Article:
Religion can be classified as a set of beliefs or principles that influence the motive or thinking of it 's follower. It affects a person’s understanding of the ultimate reality, shapes his/her worldview of the nature of life and is a solution for humanity 's problem. The quest for meaning begins with the human search for God and the idea of truth. The outcome of this search is the birth of religion, in which there are so many theories seeking the exact origin of a religion. I do not intend this writing to be on the history of religion but I wish to comment that throughout the history of civilisation, religion has played a prominent role in many societies.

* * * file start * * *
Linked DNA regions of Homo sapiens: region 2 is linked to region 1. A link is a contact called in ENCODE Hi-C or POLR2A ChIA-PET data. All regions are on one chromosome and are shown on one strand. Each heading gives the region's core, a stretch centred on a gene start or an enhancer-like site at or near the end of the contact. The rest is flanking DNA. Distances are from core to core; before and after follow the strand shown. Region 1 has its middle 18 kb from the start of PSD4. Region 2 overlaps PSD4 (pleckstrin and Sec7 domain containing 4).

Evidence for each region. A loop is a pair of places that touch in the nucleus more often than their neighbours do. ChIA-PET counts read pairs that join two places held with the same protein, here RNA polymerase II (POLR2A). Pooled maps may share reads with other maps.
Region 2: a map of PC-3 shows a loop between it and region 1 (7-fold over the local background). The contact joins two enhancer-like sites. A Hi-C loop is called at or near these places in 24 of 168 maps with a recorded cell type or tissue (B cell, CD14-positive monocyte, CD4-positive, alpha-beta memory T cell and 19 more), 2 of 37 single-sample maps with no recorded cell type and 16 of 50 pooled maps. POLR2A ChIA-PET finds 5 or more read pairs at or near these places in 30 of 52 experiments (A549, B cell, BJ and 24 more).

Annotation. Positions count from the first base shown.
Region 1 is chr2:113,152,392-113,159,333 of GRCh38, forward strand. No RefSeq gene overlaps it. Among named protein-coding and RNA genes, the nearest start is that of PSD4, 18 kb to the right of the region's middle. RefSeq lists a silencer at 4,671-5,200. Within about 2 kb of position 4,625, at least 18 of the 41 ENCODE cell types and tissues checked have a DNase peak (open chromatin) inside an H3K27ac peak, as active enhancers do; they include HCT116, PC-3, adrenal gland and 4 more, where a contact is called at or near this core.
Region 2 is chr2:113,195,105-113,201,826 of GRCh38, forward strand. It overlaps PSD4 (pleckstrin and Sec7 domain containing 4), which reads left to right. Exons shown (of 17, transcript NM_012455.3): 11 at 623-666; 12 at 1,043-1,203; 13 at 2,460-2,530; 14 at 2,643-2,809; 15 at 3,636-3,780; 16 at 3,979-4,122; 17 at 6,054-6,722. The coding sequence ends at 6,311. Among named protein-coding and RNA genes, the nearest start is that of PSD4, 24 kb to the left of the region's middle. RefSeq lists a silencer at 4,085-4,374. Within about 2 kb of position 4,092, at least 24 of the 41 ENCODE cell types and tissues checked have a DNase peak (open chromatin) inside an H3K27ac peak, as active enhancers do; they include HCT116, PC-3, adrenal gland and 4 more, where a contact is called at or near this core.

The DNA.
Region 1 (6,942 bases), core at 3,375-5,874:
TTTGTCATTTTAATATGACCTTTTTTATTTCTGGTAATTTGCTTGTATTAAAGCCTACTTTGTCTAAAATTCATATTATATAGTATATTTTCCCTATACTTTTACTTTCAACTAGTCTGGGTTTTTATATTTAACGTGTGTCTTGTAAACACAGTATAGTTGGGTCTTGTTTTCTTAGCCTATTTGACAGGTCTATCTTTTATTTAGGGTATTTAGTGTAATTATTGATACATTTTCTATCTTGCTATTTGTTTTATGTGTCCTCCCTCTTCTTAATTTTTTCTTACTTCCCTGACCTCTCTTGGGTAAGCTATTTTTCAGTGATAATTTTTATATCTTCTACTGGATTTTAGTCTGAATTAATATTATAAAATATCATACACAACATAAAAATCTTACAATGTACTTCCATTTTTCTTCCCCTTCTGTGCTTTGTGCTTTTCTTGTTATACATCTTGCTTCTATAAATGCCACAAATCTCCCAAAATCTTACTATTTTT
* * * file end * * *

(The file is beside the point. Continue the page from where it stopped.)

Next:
When the International Covenant on Economic, Social and Cultural Rights (ICESCR) and the International Covenant on Civil and Political Rights (ICCPR) were adopted as a UN resolution in 1966, cultural rights of ethnocultural minorities were recognised as human rights and as such required attention and protection from all 164 parties. From this recognition an endless socio-political debate emanated between liberal universalists and multiculturalists in determining the ‘best’ way to protect cultural rights of ethnocultural minorities. This essay will strive to prove the importance of culture in societies while summarising both universalist and multiculturalist solutions. Cultural rights are human rights that aim at assuring the enjoyment of culture and its components in conditions of equality, human dignity and non-discrimination. In reality, minority cultural rights are often baffled by the national majority’s culture.